Moon Landing: A Small Step for Man, A Large Leap For Boykind

1969 was a momentous year.   It was my senior year in primary school and I was doing well at school.  My brain had been awakened and was like blotting paper to this fascinating world.  My interests rampaged across the sciences of aeronautics, electronics, chemistry, physics, astronomy and quite naturally space travel.  I stalked the main public library for interesting books.  I discovered the separate Reference section and photostated pages from the various Janes[1]  so that Dean and I could discuss the latest weapon systems at home.   They were carefully selected because of economic strictures.

Man on the moon#1

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Radiogram: New Adventures in Hi-Fi

Vignettes on Youth Series

We had a big valve radio.  At some stage it sat in the dining room on a side table.  We must have listened to it many times as a family as Dad and radios were a single organism.  However, I only remember one occasion.

Picture idyllic the scene:  It’s a cold winter’s night with Dad and Mom sitting in chairs on either side of the table and a single bar heater in the front.  Dean and Cheryl are on the carpet reading and drawing and I am also drawing – copying a picture from a Noddy book.  It’s the one on the inside cover that shows Noddy and Big Ears in his car with Toyland in the background.  I consider myself to be an excellent artist and this is my best work yet, in fact it’s a perfect facsimile.  I rush over to my parents to show them and it slips out of my hand and onto the element.  Spoof.  My masterpiece is bursts into flames without the world, as least my parents, having seen what I’m capable of.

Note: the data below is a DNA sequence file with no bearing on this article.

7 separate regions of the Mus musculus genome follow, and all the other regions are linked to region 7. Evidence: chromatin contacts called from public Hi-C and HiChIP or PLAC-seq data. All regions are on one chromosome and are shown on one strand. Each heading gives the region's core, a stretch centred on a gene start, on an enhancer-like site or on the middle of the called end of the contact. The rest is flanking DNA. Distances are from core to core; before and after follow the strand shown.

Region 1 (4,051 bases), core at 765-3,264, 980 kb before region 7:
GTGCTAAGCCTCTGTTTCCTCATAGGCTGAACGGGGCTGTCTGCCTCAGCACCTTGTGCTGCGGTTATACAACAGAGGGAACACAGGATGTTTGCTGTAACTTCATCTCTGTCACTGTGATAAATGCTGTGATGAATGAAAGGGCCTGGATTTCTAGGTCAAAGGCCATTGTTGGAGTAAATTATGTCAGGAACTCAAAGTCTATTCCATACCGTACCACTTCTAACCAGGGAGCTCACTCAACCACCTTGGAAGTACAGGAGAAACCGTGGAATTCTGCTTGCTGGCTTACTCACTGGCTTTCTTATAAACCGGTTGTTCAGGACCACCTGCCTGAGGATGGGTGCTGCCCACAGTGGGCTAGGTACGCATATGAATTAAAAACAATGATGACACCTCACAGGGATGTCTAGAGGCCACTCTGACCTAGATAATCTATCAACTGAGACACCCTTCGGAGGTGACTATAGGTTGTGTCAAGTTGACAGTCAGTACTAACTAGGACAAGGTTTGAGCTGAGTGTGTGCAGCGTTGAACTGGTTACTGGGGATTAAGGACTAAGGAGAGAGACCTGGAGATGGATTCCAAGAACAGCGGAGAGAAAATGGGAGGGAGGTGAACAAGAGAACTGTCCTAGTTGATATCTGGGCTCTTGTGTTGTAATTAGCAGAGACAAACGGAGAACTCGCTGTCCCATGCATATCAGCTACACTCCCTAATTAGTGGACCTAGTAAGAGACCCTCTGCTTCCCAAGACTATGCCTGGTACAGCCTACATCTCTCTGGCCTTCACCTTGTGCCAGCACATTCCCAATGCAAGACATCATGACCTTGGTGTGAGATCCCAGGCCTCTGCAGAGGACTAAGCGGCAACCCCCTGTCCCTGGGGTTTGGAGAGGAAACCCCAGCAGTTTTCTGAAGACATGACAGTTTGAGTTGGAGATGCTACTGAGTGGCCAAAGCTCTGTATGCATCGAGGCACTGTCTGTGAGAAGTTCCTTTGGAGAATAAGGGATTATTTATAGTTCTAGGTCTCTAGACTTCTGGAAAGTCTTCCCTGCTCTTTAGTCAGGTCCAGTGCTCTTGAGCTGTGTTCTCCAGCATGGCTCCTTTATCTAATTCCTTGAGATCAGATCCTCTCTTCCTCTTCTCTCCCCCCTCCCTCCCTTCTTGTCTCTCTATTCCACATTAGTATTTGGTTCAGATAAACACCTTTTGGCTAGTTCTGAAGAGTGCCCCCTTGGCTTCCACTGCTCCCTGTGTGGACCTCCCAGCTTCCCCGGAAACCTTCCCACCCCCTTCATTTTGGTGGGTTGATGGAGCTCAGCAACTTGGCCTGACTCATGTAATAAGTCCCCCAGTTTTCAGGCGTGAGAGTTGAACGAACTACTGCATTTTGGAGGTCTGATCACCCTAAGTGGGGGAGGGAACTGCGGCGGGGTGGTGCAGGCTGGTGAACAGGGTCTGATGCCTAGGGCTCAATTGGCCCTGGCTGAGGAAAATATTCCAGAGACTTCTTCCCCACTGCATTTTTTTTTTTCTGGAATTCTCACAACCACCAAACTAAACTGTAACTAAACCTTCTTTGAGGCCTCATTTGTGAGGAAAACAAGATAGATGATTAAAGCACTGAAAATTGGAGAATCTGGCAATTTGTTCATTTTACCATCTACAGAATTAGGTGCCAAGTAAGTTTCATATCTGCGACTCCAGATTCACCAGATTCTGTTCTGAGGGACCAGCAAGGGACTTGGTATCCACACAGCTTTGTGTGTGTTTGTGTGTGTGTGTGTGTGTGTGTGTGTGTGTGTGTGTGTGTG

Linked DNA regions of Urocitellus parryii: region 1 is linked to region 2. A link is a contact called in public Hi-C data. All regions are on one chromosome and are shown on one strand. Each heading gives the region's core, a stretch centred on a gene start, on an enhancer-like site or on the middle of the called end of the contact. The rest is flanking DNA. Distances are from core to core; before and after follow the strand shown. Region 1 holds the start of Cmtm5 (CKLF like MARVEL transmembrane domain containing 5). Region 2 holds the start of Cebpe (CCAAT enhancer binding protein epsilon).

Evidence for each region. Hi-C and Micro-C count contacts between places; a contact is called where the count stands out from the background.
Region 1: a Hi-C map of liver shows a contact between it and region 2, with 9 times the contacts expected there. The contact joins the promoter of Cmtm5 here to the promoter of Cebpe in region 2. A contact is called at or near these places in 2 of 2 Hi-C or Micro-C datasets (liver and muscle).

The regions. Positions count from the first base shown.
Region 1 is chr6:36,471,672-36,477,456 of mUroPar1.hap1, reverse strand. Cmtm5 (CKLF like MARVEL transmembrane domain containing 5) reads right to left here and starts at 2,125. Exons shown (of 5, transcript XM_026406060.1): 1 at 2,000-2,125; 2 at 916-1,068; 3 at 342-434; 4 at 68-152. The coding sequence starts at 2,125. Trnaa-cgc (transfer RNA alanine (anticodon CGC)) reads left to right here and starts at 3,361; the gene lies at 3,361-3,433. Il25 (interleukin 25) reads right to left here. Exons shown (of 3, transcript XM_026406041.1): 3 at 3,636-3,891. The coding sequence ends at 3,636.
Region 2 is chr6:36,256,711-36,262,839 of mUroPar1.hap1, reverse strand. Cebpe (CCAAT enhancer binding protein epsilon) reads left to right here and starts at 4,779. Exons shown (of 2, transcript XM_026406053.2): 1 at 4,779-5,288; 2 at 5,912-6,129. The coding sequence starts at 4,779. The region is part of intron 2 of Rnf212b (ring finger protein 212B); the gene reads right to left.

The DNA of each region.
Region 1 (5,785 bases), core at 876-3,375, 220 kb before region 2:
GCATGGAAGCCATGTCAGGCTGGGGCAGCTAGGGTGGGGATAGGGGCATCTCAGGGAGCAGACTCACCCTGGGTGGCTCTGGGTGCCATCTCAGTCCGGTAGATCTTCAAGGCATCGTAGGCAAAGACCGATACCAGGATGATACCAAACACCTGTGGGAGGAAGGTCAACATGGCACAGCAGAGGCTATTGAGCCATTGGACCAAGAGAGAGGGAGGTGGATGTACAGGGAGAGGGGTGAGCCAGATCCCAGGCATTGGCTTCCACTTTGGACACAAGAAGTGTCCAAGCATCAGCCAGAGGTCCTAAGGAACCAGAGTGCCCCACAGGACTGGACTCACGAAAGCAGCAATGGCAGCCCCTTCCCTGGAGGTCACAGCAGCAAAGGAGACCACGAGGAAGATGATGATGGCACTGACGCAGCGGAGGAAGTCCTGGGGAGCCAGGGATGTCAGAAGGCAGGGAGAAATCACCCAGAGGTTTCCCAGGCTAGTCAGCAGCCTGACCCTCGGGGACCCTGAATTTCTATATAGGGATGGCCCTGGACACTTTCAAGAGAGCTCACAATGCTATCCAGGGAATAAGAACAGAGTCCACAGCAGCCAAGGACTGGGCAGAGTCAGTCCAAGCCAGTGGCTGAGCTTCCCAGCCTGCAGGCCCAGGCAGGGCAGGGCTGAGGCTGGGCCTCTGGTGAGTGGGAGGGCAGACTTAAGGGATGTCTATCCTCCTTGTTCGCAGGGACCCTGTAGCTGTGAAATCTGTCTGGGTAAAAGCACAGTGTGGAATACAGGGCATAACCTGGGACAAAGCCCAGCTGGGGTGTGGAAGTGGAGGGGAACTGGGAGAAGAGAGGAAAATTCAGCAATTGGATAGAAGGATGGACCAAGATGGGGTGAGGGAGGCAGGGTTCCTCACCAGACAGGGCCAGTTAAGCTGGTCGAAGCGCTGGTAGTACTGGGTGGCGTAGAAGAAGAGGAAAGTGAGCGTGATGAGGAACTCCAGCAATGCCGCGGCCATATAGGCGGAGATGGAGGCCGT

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Guy Fawkes: Gives you Wings

I think our kids have missed out on a great deal of fun

Guy Fawkes was as eagerly anticipated as Christmas.  The presents were better at Christmas but nothing could touch the excitement or the sheer irresponsibility of it.  Boys were designed with this in mind –  launching rockets from your back garden, Catherine wheels spinning, Roman candles spewing and daring each other to hold lady crackers in your hand.  I think I managed to progress to a big bang resting on an open palm.  In short I was a woes.

Main picture: Typical Balsa wood model aircraft construction

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My Rocket Scientist Brother: A Youth of Normality

This blog just comprises vignettes written by my brother mainly to prove that despite his intelligence, he had a normal upbringing. What is singularly important is that he experienced the same anxieties, boredom and surprises as the rest of us. Only now after 50 years have I finally heard about Blaine’s entanglement with the law. What an admission. I never knew a thing. This is a random collection of Blaine’s musings of a life in a different age, an age of innocence and discovery. This is Blaine’s story.

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